Are There Other Options Besides A Personal Loan?

There are some options available to you besides obtaining a personal loan to buy a used car. You have the option to save the money to buy a car before you actually buy it. This allows you to have the money you need to buy the car without adding additional debt.

You do not have to worry about making a monthly payment. This also means that you do not have to worry about not having the money to pay the loan. You could borrow money from family or friends. They may be able to loan you the money without having interest added.

They may be able to offer you better loan terms which makes it easier to pay back.

Auto Loan Basics Spelled Out: Lending 101


The real question here is, should you buy a car? You are the only one who can answer that question. You need to understand that cars are expensive.

No matter what route you go, you are going to put out a significant amount of money. However, most of us need cars to get through everyday life.

We need transportation to get to work, school, appointments, and attending to basic needs grocery shopping.

You may currently have a car that is sucking money in repair costs. That may not be the best way to spend that money. You may be able to get a car payment that is less than paying for constant repairs.

You have to be smart with your car and loan shopping. Loans with high interest will cost you more in the long run, too. You need to take a look at your budget and make sure you can afford a car payment.

Taking on a car payment that you cannot afford sets you up for failure. You can hurt your credit. You can lose your car. You will lose a lot of money. Be honest with yourself and what you can afford before taking on another loan payment.

Julia Peoples is a long-time business manager focused on providing decision making assistance to the public. She works with people at key points of their lives who are making important retirement and financial decisions. She has had many articles published that educate the public on sound financial decision making.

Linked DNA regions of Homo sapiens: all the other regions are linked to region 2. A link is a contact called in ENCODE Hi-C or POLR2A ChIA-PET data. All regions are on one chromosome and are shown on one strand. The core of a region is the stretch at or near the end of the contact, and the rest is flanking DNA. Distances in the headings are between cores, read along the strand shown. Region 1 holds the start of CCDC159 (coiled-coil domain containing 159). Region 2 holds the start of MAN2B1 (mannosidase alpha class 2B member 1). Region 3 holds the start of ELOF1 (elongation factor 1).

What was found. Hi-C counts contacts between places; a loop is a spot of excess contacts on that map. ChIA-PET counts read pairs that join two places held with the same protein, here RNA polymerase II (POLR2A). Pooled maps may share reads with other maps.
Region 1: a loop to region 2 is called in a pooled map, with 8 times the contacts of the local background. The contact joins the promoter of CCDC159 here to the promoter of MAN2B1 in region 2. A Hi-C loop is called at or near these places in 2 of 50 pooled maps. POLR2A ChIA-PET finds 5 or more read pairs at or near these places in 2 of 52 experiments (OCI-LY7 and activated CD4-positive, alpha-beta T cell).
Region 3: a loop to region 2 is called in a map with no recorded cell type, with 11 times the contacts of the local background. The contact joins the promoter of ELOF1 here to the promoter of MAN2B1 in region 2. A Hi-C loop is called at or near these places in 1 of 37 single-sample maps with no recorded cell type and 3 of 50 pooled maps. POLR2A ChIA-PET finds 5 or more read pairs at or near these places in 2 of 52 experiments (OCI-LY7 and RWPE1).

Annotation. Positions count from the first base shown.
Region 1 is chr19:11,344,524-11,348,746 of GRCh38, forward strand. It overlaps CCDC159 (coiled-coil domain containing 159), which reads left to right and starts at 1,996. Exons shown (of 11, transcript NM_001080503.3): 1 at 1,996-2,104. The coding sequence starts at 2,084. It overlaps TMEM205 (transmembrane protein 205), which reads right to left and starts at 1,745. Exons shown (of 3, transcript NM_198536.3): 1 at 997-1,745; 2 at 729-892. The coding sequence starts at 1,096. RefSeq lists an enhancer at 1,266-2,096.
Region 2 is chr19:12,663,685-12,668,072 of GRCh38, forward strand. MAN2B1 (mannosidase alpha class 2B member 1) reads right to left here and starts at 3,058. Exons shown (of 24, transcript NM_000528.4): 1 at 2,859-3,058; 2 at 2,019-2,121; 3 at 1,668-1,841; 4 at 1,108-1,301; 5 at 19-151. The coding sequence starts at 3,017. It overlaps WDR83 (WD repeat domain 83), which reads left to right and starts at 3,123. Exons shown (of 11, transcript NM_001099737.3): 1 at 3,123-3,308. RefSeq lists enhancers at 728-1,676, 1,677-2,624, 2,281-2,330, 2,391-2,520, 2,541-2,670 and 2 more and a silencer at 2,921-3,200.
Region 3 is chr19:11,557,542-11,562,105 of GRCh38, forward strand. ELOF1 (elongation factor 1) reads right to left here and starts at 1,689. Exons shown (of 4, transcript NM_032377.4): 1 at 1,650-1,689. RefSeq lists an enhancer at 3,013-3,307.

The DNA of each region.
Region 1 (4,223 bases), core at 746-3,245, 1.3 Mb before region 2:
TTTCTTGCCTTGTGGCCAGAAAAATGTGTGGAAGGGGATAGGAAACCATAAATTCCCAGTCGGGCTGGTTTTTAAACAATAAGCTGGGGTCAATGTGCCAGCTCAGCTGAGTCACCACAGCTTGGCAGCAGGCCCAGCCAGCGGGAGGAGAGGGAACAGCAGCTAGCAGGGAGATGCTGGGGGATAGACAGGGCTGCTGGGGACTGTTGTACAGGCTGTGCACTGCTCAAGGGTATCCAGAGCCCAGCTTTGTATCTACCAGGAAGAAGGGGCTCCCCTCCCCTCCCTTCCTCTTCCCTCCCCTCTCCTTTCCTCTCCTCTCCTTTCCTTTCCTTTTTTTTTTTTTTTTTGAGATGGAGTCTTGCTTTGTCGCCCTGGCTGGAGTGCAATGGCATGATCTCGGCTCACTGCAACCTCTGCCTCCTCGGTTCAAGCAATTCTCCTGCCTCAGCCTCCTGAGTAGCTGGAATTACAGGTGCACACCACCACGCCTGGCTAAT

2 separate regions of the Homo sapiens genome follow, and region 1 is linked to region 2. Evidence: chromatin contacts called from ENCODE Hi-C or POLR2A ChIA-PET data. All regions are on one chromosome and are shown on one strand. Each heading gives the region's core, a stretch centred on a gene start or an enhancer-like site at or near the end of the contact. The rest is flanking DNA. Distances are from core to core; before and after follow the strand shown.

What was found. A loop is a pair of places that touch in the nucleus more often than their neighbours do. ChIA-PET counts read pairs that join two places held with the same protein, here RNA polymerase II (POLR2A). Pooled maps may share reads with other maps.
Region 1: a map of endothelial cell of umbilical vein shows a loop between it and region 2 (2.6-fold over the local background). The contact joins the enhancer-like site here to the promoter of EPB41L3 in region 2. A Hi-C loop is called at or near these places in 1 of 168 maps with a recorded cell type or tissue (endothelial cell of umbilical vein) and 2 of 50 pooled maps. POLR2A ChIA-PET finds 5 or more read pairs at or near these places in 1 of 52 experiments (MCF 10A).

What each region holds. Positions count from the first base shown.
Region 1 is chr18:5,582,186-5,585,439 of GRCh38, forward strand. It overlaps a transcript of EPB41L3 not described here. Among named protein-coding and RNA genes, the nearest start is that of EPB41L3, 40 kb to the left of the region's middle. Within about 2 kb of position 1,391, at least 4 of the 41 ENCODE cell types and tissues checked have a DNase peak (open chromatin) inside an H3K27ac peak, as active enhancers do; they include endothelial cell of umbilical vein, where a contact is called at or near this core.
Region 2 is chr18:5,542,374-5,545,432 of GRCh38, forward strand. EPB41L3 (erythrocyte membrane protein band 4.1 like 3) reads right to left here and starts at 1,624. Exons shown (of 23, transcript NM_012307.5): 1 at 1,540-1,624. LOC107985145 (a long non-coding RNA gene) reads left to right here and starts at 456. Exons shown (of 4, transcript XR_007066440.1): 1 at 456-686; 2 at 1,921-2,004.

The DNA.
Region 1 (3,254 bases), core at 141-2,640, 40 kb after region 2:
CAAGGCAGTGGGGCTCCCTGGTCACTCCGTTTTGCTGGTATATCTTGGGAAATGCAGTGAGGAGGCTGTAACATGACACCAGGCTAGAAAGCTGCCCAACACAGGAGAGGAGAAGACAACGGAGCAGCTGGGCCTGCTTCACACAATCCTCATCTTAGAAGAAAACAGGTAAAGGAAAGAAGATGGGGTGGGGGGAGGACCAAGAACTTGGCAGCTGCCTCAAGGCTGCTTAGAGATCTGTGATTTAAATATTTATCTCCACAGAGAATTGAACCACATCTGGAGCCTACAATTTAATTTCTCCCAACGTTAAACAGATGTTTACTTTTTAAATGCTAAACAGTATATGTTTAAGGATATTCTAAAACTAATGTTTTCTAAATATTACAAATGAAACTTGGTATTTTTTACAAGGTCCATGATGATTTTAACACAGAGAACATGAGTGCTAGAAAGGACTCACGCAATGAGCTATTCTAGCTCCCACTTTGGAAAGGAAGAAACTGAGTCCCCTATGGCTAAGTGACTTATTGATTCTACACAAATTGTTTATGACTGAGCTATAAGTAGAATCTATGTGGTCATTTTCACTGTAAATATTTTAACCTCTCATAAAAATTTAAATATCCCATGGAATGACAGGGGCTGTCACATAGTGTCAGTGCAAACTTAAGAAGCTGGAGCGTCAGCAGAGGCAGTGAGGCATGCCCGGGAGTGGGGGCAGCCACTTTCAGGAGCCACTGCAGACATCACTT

Julia writes for those who are working towards financial freedom or a better understanding of how finances work. She has shared her financial insights with individuals on a one on one basis for years.


Can I use a personal loan to buy a used car?

Can I use a personal loan to buy a used car?

Whether it’s to consolidate high-interest debt or help with large purchases, such as a car, a personal loan can be a convenient option. Personal loans are the fastest-growing type of consumer debt, according to Experian, with 11 percent of American consumers having a personal loan averaging $16,259.

Personal loans are just that — loans for any type of personal use. These loans can come from a bank or other lending institution that lets you borrow a predetermined amount of money that you repay. Those monthly payments will go toward both the original balance and the interest you’re being charged for the personal loan.

Getting a personal loan requires doing some research. You may have seen those offers via mail or email inbox luring you with offers of an easy application process, great rates and terms.

Carefully compare rates to make sure you’re getting the loan that’s best for you. Use a site  Credible to get prequalified for loans ranging from 1,000 to $100,000 in just two minutes.

You can compare rates side-by-side with zero impact on your credit score.


So you’ve got your eye on a new or used car you want to purchase. Getting a traditional auto loan from the car dealer isn’t the only way to finance the car. In fact, it may even make more sense to get a personal loan, depending on your situation. While this is less common, with only about 4 percent of car buyers using a personal loan for their purchase, it can be a viable option.